I’m working with Pim Haselager whose research is focused on the implications of Cognitive neuroscience and Artificial Intelligence for human self-understanding. He is investigating the ethical and societal implications of research in, and the ensuing technologies of, CNS and AI, such as Robotics, Brain-Computer Interfacing, and Deep Brain Stimulation. I contacted him because of his interesting on the integration of empirical work (i.e. experimentation, computational modeling, and robotics) with many philosophical issues. I’m more than grateful to him for the opportunity he gave to me and also honored to be guided by him in finding the most productive way for caring out my research. I consider Pim an example of leader especially because he does not tell me what to do, but he shows me how it should be done.

What does the Donders Institute mean to you?

Since I’m a philosopher not very familiar with this environment, I’m afraid I would not totally able to give you a satisfactory answer. I’m not currently working in the Donders Institute, but I’ve already had the possibility to visit it, especially because a took part in an experiment about the linguistic process in the learning of new English words by native Italians. Anyway, I hope to get in contact with some researcher there sooner or later.

Who inspires you the most and why?

Every single person I have encountered in my life with a dream! I’m referring to people who are still making many efforts in order to reach their dreams, both in their academic and private life. People who moved away from their countries to realize their dreams, despite the hardship of these experiences, loneliness feelings and being far from home, family and friends. My first source of inspiration is actually represented by every foreign PhD student I met in Nijmegen.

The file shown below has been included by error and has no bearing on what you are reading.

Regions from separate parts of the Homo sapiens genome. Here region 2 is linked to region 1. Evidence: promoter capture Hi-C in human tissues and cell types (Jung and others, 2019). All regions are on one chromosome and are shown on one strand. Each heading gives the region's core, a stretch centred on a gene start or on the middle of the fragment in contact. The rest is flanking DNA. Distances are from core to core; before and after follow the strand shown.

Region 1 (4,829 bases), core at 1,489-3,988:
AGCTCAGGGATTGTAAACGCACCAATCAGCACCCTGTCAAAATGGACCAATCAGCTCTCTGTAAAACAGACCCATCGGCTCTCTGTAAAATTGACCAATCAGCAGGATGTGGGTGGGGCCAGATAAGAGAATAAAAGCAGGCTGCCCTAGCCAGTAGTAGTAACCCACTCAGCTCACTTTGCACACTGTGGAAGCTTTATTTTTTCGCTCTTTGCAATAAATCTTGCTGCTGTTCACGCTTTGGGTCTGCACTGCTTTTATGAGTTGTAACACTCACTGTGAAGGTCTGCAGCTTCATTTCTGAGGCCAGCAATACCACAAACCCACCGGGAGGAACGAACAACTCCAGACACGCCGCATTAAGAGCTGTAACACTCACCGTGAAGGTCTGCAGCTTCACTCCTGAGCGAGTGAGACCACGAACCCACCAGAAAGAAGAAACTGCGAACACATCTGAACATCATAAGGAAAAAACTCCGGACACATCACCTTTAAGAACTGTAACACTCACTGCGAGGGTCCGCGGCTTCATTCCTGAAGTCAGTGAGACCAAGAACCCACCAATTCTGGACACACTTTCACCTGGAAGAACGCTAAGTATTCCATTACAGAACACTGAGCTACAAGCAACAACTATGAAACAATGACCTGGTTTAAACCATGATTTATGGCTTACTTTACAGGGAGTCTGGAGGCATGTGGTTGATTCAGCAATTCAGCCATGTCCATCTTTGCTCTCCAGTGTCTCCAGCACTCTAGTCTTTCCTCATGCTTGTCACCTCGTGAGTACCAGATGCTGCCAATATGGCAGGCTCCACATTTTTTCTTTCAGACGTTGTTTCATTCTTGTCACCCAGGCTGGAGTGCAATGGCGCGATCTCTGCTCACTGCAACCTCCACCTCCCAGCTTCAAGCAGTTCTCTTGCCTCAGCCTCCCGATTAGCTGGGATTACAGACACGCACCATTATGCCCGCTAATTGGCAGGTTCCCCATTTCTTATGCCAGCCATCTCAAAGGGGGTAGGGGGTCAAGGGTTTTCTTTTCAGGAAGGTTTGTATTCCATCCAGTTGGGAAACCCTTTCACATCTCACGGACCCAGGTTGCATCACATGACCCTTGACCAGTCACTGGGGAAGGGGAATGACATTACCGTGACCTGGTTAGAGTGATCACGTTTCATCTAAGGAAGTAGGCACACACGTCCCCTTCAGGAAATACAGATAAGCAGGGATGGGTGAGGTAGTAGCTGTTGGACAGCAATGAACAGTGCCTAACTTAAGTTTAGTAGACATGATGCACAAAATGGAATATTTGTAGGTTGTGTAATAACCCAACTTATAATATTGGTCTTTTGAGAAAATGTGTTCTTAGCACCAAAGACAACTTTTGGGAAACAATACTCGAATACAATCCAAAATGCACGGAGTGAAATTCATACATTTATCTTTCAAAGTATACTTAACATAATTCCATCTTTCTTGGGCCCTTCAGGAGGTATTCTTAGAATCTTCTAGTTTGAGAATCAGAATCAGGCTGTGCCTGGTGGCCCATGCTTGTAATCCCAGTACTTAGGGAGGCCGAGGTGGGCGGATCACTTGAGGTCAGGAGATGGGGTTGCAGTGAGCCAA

What does your perfect weekend look like?

Since I started to study philosophy I spent a lot of weekend by reading and reading books. I don’t mind if it’s Friday or Sunday, if I have to finish a book, I will finish it even on Saturday night. That’s the reality. Anyway, if you are really curious to know what my perfect weekend looks like, I might say that I’d like to have a concert with my band every Friday night.

What’s your favorite book and why?

My favorite book is ‘Jane Eyre’ by Charlotte Bronte, a clear example of how brave and strong a woman can be, even if life often gets tough and love is not enough.

What is an important life lesson you have learned in the past?

In October 2009 a flood hit my little village. It was one of the worst moment in my life. Several people died and other lost everything: house, car, family. I was either grateful to God for surviving or upset with him for the immanent change in my daily life. I had lots of difficulties, they were hard times. Albeit it was an awful experience, it helped me to understand better the meaning of our own existence as an unique selfhood and, among the other things, that we should appreciate whatever we have.

What is the most important advice you want to share with Donders PhD candidates?

My suggestion is keeping in contact each other, by sharing bad and good impressions/thoughts about your own job as PhD candidate. Having funny and socio-cultural moments. And the last, but not the least, “Don’t be late at the appointment!”